The Tenant Fees Bill - what you need to know.

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Great news for students from 1st June with legislation that stops or limits the amount of fees letting agents and landlords can charge. That means no more fees for references, credit checks, administration or contract renewal.

Almost 3 years after the government proposed a ban on letting fees, the Tenant Fees Bill was finally approved in January.  Analysis suggests private renters could save £300 on average every time they move house.

The bill underwent a few amendments over the years to reach this point – notably the closing of a potential loophole in the form of ‘default fees’. The bill now only allows landlords and letting agents to charge default fees for two things:

Replacing a lost key – with the cost of replacing the key limited to the landlord’s or letting agent’s reasonable costs, which must be evidenced in writing (i.e. they can only charge you for the cost of a new key)

Late rent – only applied after the rent is 14 days late, and with interest on any late rent limited to 3% above the Bank of England base rate.  Landlords and letting agents shouldn’t incur unnecessary costs due to late payments but the bill only allows them to recoup the cost for genuine losses, whilst also protecting tenants from inflated fees.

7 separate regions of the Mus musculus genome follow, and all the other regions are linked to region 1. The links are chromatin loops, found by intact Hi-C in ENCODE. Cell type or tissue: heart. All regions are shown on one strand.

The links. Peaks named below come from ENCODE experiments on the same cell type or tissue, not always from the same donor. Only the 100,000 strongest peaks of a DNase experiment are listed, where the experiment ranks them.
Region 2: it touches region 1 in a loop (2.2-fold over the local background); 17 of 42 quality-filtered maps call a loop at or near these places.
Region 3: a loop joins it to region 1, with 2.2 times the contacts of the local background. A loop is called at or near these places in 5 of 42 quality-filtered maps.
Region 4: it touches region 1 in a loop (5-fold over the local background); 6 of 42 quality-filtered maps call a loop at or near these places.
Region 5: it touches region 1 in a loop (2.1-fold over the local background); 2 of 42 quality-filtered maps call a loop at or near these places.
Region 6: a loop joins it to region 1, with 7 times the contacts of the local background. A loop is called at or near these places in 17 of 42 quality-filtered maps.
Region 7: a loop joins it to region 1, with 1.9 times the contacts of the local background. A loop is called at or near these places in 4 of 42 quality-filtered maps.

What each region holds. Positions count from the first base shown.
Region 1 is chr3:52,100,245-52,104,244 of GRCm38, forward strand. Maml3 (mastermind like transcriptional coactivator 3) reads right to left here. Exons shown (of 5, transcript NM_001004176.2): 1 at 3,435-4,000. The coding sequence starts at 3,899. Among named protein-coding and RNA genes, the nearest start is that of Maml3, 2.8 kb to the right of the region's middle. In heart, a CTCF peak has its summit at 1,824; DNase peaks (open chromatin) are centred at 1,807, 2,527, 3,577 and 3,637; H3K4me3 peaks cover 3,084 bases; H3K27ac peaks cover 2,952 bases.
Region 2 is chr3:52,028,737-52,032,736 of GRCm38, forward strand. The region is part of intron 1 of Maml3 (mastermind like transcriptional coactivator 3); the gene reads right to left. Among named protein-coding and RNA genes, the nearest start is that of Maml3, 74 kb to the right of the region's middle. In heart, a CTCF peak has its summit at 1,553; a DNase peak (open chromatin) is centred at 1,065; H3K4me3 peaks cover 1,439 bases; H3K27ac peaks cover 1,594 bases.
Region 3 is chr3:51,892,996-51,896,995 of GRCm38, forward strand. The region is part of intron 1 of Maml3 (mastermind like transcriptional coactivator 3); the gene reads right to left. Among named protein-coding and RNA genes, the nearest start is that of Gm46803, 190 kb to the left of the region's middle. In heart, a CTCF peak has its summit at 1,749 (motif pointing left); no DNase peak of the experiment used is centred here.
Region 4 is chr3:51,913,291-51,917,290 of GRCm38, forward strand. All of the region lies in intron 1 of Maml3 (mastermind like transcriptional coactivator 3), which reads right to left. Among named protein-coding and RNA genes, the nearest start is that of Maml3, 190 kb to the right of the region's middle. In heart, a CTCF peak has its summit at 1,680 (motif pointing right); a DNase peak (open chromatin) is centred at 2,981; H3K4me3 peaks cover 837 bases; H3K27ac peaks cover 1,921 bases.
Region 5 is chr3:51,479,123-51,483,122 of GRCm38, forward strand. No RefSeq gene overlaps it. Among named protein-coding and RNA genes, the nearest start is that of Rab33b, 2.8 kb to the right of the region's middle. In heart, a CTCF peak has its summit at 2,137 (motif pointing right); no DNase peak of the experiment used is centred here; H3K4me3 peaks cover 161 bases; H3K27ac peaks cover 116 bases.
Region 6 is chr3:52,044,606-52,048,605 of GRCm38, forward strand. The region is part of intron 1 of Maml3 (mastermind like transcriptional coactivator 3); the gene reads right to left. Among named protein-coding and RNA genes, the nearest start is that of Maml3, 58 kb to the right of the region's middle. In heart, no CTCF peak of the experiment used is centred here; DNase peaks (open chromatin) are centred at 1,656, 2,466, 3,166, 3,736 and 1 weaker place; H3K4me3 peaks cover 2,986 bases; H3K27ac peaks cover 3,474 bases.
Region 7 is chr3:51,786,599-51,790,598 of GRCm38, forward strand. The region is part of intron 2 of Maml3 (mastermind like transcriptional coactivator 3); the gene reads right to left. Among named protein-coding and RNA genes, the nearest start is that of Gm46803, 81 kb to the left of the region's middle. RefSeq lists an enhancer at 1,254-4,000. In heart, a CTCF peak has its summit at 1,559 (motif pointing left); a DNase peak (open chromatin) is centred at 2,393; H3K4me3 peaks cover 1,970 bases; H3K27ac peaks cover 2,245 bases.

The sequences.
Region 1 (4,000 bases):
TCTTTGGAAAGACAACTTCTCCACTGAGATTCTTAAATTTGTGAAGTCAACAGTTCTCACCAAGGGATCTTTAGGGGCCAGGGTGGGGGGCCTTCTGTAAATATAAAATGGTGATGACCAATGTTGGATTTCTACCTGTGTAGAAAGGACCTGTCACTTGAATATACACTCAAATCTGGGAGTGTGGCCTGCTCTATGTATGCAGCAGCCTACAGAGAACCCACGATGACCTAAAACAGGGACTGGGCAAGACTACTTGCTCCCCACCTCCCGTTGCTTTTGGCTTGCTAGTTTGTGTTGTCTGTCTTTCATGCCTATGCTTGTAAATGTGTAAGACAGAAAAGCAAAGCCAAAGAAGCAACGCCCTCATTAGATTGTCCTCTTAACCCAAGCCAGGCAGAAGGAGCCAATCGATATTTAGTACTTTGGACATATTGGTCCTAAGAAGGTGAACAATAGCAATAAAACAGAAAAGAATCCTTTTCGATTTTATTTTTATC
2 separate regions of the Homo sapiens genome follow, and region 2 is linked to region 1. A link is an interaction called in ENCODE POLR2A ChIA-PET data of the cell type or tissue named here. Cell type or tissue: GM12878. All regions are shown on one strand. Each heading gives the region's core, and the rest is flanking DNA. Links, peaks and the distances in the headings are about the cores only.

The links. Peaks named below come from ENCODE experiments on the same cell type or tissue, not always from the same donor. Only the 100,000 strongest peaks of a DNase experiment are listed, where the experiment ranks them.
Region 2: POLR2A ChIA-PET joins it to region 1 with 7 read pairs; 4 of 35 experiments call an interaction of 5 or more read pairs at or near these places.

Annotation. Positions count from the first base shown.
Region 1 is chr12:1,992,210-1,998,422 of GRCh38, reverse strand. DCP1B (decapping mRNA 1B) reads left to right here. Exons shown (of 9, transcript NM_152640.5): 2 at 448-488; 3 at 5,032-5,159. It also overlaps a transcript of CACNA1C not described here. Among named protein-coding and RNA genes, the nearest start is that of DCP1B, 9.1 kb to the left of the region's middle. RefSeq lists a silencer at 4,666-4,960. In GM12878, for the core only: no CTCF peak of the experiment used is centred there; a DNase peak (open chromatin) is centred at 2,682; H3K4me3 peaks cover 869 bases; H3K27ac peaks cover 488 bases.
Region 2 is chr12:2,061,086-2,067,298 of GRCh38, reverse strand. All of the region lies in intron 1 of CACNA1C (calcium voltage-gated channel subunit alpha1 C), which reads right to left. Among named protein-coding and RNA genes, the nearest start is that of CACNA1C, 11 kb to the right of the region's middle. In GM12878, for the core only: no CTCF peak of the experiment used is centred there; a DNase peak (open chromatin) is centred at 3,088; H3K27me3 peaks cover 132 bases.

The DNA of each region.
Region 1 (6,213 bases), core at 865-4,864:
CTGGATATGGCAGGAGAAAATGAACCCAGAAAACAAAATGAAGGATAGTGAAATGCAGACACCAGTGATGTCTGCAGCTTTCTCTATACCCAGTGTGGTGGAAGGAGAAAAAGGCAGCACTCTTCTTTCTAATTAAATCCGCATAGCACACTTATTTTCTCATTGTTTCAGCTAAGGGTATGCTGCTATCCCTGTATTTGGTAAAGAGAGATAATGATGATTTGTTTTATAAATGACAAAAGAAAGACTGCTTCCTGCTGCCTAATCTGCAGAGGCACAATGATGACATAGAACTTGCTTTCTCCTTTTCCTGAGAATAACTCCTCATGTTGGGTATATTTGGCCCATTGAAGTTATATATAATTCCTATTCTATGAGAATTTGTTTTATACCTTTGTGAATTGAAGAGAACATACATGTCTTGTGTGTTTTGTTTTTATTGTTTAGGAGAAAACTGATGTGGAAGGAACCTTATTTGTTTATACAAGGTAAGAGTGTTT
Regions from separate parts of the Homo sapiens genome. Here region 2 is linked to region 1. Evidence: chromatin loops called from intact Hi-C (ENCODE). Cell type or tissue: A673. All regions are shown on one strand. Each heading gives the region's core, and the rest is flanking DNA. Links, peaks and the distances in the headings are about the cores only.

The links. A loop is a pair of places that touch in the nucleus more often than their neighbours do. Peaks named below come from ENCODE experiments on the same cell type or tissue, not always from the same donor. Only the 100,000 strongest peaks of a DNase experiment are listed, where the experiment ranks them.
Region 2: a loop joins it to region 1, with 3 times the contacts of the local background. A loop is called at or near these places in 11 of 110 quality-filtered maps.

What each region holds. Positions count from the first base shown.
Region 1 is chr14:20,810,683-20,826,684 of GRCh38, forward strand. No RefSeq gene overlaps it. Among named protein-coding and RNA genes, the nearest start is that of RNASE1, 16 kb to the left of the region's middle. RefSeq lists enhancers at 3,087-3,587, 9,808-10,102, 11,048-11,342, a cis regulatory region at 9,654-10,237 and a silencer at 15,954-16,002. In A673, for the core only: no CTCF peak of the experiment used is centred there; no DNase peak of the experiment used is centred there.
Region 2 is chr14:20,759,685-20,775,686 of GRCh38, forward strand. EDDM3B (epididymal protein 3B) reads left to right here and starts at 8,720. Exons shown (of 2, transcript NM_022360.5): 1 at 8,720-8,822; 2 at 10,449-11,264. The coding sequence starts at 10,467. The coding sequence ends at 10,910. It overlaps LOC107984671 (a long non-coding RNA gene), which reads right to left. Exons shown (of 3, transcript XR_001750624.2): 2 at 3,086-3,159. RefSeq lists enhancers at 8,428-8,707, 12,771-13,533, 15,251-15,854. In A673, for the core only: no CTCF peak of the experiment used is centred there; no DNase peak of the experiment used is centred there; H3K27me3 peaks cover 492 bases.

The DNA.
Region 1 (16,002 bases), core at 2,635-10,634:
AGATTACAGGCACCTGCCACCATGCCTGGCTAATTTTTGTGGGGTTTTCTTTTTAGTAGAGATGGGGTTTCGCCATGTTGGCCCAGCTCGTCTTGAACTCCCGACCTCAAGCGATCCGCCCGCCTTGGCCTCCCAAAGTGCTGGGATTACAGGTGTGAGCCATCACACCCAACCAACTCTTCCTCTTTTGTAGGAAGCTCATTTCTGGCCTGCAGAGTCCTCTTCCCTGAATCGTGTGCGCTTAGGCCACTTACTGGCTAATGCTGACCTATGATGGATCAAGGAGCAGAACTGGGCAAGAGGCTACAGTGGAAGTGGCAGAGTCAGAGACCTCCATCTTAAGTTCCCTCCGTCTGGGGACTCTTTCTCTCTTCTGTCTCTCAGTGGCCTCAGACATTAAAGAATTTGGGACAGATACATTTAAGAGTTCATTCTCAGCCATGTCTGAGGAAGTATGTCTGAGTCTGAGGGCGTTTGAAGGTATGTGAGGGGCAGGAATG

It’s important to note that landlords can still recover money for property damages as they do now e.g. deducting money from the deposit at the end of the tenancy.

Security deposits

The bill caps the amount which can be requested for security deposits, reducing them from six weeks’ rent to five weeks in almost every case.

Holding deposits

The bill introduces additional protections around holding deposits when a tenancy isn’t going ahead. Firstly, the holding deposit is capped at no more than one week’s rent. Also Landlords and letting agents are now required to set out in writing, why they are keeping a holding deposit within seven days of deciding not to go ahead with the tenancy, or they will have to refund the holding deposit.

What you need to do now

If a letting agent tries to charge you a fee after 1 June 2019, which isn’t the cost of replacing a key, interest for late rent, or is too much security or holding deposit they will be breaking the law. You can report this to Trading Standards.  

Please be advised that they can still charge you fees up until 31 May 2019. If you sign a tenancy before 1 June which includes any fees, you will still be liable to pay them. However, tenants seeking or renewing new contracts in the first five months of this year should shop around and challenge contracts which continue to charge these unfair fees.

 

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